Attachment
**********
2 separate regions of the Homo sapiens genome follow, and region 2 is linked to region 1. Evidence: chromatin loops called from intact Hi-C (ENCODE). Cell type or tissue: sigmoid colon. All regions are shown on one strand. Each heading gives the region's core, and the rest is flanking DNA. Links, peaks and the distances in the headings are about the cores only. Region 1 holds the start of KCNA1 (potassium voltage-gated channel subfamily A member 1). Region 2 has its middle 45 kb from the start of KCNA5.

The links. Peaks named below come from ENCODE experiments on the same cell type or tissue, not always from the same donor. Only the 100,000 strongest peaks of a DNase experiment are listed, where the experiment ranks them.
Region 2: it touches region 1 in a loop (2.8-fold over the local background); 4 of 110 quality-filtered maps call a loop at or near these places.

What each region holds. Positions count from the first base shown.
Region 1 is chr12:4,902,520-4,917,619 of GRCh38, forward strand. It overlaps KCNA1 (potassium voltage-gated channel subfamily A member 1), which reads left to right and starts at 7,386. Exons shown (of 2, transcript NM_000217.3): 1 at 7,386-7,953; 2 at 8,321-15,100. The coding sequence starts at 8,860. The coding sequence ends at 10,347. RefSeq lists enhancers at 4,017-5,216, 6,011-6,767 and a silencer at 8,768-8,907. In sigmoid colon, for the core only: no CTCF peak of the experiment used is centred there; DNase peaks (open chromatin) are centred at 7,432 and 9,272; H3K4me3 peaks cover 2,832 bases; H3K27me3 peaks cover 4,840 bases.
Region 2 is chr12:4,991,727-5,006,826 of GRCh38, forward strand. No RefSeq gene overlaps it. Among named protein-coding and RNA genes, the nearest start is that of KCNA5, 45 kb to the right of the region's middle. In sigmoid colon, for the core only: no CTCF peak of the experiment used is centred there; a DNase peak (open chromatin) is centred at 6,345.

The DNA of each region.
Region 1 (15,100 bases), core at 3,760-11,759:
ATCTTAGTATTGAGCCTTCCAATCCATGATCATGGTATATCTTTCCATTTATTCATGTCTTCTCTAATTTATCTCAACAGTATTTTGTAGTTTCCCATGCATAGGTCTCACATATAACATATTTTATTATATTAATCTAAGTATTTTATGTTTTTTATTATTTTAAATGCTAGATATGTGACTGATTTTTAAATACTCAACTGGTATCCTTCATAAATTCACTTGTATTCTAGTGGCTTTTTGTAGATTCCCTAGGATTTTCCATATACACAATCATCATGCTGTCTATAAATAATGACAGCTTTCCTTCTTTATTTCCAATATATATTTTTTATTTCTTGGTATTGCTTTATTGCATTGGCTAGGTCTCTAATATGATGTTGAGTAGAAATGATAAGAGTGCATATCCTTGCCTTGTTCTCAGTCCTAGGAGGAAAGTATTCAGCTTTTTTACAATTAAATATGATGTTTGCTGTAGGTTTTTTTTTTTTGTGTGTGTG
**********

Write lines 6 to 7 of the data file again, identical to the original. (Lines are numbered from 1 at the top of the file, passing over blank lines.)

Region 2 is chr12:4,991,727-5,006,826 of GRCh38, forward strand. No RefSeq gene overlaps it. Among named protein-coding and RNA genes, the nearest start is that of KCNA5, 45 kb to the right of the region's middle. In sigmoid colon, for the core only: no CTCF peak of the experiment used is centred there; a DNase peak (open chromatin) is centred at 6,345.

The DNA of each region.